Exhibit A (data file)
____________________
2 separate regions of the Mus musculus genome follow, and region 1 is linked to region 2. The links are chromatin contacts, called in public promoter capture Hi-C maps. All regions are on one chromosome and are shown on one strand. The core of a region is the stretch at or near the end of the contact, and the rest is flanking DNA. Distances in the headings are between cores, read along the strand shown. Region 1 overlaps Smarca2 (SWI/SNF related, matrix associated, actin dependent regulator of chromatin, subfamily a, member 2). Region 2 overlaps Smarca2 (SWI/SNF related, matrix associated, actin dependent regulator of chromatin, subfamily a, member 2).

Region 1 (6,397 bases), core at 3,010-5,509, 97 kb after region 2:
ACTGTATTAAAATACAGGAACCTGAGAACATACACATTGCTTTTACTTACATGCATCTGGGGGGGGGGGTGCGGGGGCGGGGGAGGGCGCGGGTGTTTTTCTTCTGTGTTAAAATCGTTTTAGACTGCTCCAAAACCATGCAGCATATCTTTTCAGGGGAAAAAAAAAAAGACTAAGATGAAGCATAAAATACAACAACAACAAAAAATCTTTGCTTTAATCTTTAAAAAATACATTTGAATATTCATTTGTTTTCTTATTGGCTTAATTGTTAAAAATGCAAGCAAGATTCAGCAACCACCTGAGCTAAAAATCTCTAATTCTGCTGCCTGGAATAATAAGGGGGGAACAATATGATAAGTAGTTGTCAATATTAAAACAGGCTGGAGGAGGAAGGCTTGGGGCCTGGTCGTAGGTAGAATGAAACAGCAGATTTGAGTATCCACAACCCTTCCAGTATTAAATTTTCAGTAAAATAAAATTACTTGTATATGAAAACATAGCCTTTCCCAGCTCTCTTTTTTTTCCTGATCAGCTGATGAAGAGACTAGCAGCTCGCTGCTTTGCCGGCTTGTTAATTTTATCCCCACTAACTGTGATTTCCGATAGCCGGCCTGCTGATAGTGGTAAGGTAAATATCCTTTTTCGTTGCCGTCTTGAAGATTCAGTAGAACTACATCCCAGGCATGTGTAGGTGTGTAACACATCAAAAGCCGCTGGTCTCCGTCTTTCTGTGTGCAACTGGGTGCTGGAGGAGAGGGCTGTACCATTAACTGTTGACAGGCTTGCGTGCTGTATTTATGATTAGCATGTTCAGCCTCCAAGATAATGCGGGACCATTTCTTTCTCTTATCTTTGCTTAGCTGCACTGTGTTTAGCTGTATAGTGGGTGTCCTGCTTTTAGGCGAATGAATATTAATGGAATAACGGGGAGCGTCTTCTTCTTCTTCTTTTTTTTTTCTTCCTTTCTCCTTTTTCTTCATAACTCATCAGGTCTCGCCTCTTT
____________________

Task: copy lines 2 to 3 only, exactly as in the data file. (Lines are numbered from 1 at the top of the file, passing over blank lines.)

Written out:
Region 1 (6,397 bases), core at 3,010-5,509, 97 kb after region 2:
ACTGTATTAAAATACAGGAACCTGAGAACATACACATTGCTTTTACTTACATGCATCTGGGGGGGGGGGTGCGGGGGCGGGGGAGGGCGCGGGTGTTTTTCTTCTGTGTTAAAATCGTTTTAGACTGCTCCAAAACCATGCAGCATATCTTTTCAGGGGAAAAAAAAAAAGACTAAGATGAAGCATAAAATACAACAACAACAAAAAATCTTTGCTTTAATCTTTAAAAAATACATTTGAATATTCATTTGTTTTCTTATTGGCTTAATTGTTAAAAATGCAAGCAAGATTCAGCAACCACCTGAGCTAAAAATCTCTAATTCTGCTGCCTGGAATAATAAGGGGGGAACAATATGATAAGTAGTTGTCAATATTAAAACAGGCTGGAGGAGGAAGGCTTGGGGCCTGGTCGTAGGTAGAATGAAACAGCAGATTTGAGTATCCACAACCCTTCCAGTATTAAATTTTCAGTAAAATAAAATTACTTGTATATGAAAACATAGCCTTTCCCAGCTCTCTTTTTTTTCCTGATCAGCTGATGAAGAGACTAGCAGCTCGCTGCTTTGCCGGCTTGTTAATTTTATCCCCACTAACTGTGATTTCCGATAGCCGGCCTGCTGATAGTGGTAAGGTAAATATCCTTTTTCGTTGCCGTCTTGAAGATTCAGTAGAACTACATCCCAGGCATGTGTAGGTGTGTAACACATCAAAAGCCGCTGGTCTCCGTCTTTCTGTGTGCAACTGGGTGCTGGAGGAGAGGGCTGTACCATTAACTGTTGACAGGCTTGCGTGCTGTATTTATGATTAGCATGTTCAGCCTCCAAGATAATGCGGGACCATTTCTTTCTCTTATCTTTGCTTAGCTGCACTGTGTTTAGCTGTATAGTGGGTGTCCTGCTTTTAGGCGAATGAATATTAATGGAATAACGGGGAGCGTCTTCTTCTTCTTCTTTTTTTTTTCTTCCTTTCTCCTTTTTCTTCATAACTCATCAGGTCTCGCCTCTTT